For the uninitiated, a Mexican “cockteleria” is not really a place where you sip cocktails; instead, it is ground zero for shrimp, oysters, mussels, squid and other seafood deliciousness… and if you can have all this with a bit of social justice, all the better.
Photo: Laura Martínez, Isla Mujeres, México 2013
Lil’Hugs Hispanic Doll is not only still in stock, but she can be yours for only $13 at Amazon.com.
For reasons I have yet to understand, snuggly Lil is pitched by her creators as a “Hispanic Doll.”
I guess it’s got something to do with her being dark-skinned. But then again, she doesn’t look anything quite like the Hispanics I’m so used to watching on Hispanic Television.
But, hey, it doesn’t really matter… It is Navidad. So ¡Feliz Navidad!
Photo: Laura Martínez, Isla Mujeres, 2013
Forget Google Glass, the Galaxy Gear smartwatch, Microsoft’s ‘smart bra’ and the like. Only in Mexico will you find baseball hats and sunglasses that double as “devices of mobile communication.”
This, my friends, is what the future looks like.
Greetings from … Mexico, land of cutting edge technology and headquarters of this blog until further notice.
U.S.-born Latinos who prefer to speak English -and pretty much suck at writing in any language- can’t get enough novelty on television this 2013. First came Fusion, with its easy-to-understand English-language news shows. And now, comes El Rey Network, a new English-language cable network created by director Robert Rodriguez and backed by Comcast and -who else?- Univision.
Scheduled to launch later this month, El Rey Network was introduced in May by Univision CEO Randy Falco as part of Univision’s “firm commitment to providing Latinos with the best in-culture programming available.”
And what could be more “in-culture” than an Untitled Latin James Bond?
I’m telling you, I can’t wait for a hot, brawny mustachioed Latin man asking for his margarita, shaken, not steeeeerd.
There’s also tons of action: Mass shootings, burning cars and even a exploding brassiere or two. Take a look:
It is always refreshing to see “one of us” on the cover of high-profile magazines. But it is of special joy to this blogger to receive an image of the cover with an accompanying note by the magazine’s P.R. department hyping the awesomness of having such a smart “Columbian” beauty on their cover.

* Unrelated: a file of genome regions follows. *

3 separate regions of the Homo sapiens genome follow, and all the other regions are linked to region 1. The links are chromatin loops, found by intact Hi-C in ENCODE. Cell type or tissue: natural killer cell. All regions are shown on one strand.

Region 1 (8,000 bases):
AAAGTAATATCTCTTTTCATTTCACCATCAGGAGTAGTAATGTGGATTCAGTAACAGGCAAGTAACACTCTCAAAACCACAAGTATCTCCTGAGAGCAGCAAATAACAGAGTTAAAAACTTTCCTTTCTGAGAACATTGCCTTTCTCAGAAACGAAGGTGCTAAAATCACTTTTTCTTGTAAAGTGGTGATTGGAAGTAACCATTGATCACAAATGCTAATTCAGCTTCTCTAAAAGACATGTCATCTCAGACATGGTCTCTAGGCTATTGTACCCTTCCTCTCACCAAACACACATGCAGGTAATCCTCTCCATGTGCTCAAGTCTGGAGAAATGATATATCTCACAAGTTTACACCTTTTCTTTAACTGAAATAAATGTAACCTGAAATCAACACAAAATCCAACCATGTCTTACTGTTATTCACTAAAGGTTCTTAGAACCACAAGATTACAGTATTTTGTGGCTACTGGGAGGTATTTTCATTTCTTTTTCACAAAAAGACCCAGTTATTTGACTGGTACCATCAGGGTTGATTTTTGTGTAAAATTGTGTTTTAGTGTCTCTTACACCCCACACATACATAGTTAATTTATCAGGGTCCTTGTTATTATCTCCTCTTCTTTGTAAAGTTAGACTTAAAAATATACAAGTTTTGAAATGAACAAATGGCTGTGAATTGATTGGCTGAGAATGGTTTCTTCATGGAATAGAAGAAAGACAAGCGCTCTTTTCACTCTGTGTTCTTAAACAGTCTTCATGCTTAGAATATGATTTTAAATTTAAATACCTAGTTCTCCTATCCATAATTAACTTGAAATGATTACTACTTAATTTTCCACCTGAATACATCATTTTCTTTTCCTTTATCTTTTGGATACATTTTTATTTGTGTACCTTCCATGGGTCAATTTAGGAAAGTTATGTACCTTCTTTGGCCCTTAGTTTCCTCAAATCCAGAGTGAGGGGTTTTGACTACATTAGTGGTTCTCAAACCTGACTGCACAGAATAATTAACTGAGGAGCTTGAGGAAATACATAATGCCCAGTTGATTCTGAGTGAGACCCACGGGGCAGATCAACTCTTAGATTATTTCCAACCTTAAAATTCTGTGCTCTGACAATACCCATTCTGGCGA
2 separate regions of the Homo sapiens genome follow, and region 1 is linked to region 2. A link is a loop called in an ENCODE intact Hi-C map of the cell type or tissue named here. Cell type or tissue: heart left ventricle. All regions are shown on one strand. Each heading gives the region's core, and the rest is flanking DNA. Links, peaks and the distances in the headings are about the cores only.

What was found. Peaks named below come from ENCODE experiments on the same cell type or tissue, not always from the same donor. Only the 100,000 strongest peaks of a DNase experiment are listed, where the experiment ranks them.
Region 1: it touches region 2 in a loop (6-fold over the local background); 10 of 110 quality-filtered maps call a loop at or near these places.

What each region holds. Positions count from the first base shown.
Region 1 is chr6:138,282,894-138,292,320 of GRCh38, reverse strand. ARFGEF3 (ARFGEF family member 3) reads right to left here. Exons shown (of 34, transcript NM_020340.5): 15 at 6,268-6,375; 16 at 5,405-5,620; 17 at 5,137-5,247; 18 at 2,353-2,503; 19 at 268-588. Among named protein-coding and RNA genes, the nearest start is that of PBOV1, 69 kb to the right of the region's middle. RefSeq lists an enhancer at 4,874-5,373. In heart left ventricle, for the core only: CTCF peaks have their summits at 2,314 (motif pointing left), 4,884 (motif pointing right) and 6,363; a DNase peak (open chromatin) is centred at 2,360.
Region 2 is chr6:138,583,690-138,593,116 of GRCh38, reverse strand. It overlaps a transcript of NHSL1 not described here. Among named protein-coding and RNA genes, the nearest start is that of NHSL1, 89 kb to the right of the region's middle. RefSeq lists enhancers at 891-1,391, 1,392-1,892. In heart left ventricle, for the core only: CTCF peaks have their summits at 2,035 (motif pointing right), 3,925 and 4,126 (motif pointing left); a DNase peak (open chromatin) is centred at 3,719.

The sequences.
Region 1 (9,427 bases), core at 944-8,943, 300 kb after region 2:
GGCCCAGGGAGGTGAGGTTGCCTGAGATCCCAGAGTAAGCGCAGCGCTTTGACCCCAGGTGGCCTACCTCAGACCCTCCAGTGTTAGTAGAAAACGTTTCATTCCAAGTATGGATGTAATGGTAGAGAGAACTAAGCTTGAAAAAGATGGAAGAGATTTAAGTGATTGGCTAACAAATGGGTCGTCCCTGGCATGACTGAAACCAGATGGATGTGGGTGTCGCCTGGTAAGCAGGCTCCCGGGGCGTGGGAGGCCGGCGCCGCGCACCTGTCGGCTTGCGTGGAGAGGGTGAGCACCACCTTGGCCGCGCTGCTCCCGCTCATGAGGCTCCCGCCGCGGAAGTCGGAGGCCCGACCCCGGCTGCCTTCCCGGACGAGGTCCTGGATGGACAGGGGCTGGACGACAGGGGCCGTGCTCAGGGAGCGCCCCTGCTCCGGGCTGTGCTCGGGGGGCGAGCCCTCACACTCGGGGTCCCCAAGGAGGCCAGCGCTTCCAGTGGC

I don’t know you, but I’m off to read this thing ASAP, and try to find out if I too can become a highest-earning Latina.
Speaking of Hispanic-targeted snacks & drinks, here are some Mexican-flavored wheat crackers you can enjoy while playing with your culturally-relevant toys.
[These things look so delicious, they reminded me of these other ones.]
Hat tip: @SaraChicaD
If you survived Black Friday and managed not to be trampled by some lunatic mob at your local Walmart, chances are you’re already planning your Christmas vacation. But if you are like the average American
whimp person, it is very likely Mexico is not among your top ten winter destinations.
According to the most recent survey coming out from the land obsessed with surveys, 72% of Americans think Mexico is unsafe, and not because they fear they will go into a cardiac arrest for gulping down tons of cheap tequila in Cancún. They are mostly concerned about being shot by some druglord as soon as they set foot at the airport.
But weary Americans should not despair, and instead thank the nation’s
undocumented and documented Hispanic immigrants for the latest trend in U.S. tourism: Latin American cultural immersion trips in the comfort of your own city.
¡Sí, señor! Latinos are using the neighborhoods we’ve taken away from gringos to lure them back, and invite them to get a taste of our fun, dance, food and drink-filled culture. And no, you don’t need to get a passport, nor take a malaria pill. And -more importantly- chances of surviving are actually at a healthy 95%
So, what are you waiting for? Come enjoy U.S. Latin America without the dangers and annoyances of the real Latin America.
There are only a few things that need absolutely no explanation to make it to this blog. This is one of them.
Whoever was responsible for finding the proper Spanish-language translation of “Cool Iron” and came up with THIS, deserves nothing but my most humble admiration -and an open invitation to a Happy Hour in New York City, at a bar of his/her choice.
(Oh, and don’t get me started on “Mano se lava” and “No caiga”)
Photo: Eperiensense, via @tropicarlitos
Brought to you by El Guapérrimo de Sinaloa.
Hat tip: Carla Raygoza
If Nescafé Latino was going to be so rigorous as to put an accent over capital letters (i.e. “vacía”) it would have been well advised to do the same over “ESTE,” just not to confuse “East” with “To be.”
I’m just saying….